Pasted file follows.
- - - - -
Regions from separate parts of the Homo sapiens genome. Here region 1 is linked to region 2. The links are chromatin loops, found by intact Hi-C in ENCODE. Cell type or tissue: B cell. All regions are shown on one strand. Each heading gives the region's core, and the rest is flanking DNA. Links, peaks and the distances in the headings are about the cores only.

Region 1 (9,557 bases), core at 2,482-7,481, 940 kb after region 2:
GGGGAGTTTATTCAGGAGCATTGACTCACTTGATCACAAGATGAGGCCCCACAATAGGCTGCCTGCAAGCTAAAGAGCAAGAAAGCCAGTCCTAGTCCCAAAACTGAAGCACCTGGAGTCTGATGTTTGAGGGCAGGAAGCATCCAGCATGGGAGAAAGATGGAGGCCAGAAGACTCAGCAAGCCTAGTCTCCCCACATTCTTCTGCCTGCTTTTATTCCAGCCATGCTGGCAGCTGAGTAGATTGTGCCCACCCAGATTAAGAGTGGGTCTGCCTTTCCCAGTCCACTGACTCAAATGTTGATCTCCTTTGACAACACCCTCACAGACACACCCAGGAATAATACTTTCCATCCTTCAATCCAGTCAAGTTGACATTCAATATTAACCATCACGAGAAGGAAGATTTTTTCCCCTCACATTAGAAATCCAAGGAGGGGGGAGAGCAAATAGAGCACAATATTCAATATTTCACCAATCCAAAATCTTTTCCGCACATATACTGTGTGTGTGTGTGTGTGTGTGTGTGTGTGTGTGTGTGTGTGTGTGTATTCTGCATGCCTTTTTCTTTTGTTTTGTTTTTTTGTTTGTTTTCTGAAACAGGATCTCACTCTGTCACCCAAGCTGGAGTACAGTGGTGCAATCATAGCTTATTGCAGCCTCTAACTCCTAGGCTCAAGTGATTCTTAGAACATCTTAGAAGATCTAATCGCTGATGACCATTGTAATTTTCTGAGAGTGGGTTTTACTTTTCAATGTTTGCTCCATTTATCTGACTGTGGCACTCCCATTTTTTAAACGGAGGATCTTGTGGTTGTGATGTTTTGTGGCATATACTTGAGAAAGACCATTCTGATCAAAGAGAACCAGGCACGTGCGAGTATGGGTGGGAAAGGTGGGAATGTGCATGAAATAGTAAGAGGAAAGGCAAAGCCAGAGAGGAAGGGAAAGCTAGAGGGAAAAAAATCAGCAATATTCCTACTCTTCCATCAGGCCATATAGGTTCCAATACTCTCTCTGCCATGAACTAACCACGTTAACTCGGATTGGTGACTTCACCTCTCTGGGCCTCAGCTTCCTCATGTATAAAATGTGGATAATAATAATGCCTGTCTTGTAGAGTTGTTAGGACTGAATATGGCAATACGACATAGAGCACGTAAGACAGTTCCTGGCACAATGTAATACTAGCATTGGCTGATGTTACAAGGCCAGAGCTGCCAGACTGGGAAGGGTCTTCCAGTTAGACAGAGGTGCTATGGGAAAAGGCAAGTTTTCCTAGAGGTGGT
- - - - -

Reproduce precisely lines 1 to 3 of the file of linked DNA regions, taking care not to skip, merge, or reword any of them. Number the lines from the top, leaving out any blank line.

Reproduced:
Regions from separate parts of the Homo sapiens genome. Here region 1 is linked to region 2. The links are chromatin loops, found by intact Hi-C in ENCODE. Cell type or tissue: B cell. All regions are shown on one strand. Each heading gives the region's core, and the rest is flanking DNA. Links, peaks and the distances in the headings are about the cores only.

Region 1 (9,557 bases), core at 2,482-7,481, 940 kb after region 2:
GGGGAGTTTATTCAGGAGCATTGACTCACTTGATCACAAGATGAGGCCCCACAATAGGCTGCCTGCAAGCTAAAGAGCAAGAAAGCCAGTCCTAGTCCCAAAACTGAAGCACCTGGAGTCTGATGTTTGAGGGCAGGAAGCATCCAGCATGGGAGAAAGATGGAGGCCAGAAGACTCAGCAAGCCTAGTCTCCCCACATTCTTCTGCCTGCTTTTATTCCAGCCATGCTGGCAGCTGAGTAGATTGTGCCCACCCAGATTAAGAGTGGGTCTGCCTTTCCCAGTCCACTGACTCAAATGTTGATCTCCTTTGACAACACCCTCACAGACACACCCAGGAATAATACTTTCCATCCTTCAATCCAGTCAAGTTGACATTCAATATTAACCATCACGAGAAGGAAGATTTTTTCCCCTCACATTAGAAATCCAAGGAGGGGGGAGAGCAAATAGAGCACAATATTCAATATTTCACCAATCCAAAATCTTTTCCGCACATATACTGTGTGTGTGTGTGTGTGTGTGTGTGTGTGTGTGTGTGTGTGTGTGTATTCTGCATGCCTTTTTCTTTTGTTTTGTTTTTTTGTTTGTTTTCTGAAACAGGATCTCACTCTGTCACCCAAGCTGGAGTACAGTGGTGCAATCATAGCTTATTGCAGCCTCTAACTCCTAGGCTCAAGTGATTCTTAGAACATCTTAGAAGATCTAATCGCTGATGACCATTGTAATTTTCTGAGAGTGGGTTTTACTTTTCAATGTTTGCTCCATTTATCTGACTGTGGCACTCCCATTTTTTAAACGGAGGATCTTGTGGTTGTGATGTTTTGTGGCATATACTTGAGAAAGACCATTCTGATCAAAGAGAACCAGGCACGTGCGAGTATGGGTGGGAAAGGTGGGAATGTGCATGAAATAGTAAGAGGAAAGGCAAAGCCAGAGAGGAAGGGAAAGCTAGAGGGAAAAAAATCAGCAATATTCCTACTCTTCCATCAGGCCATATAGGTTCCAATACTCTCTCTGCCATGAACTAACCACGTTAACTCGGATTGGTGACTTCACCTCTCTGGGCCTCAGCTTCCTCATGTATAAAATGTGGATAATAATAATGCCTGTCTTGTAGAGTTGTTAGGACTGAATATGGCAATACGACATAGAGCACGTAAGACAGTTCCTGGCACAATGTAATACTAGCATTGGCTGATGTTACAAGGCCAGAGCTGCCAGACTGGGAAGGGTCTTCCAGTTAGACAGAGGTGCTATGGGAAAAGGCAAGTTTTCCTAGAGGTGGT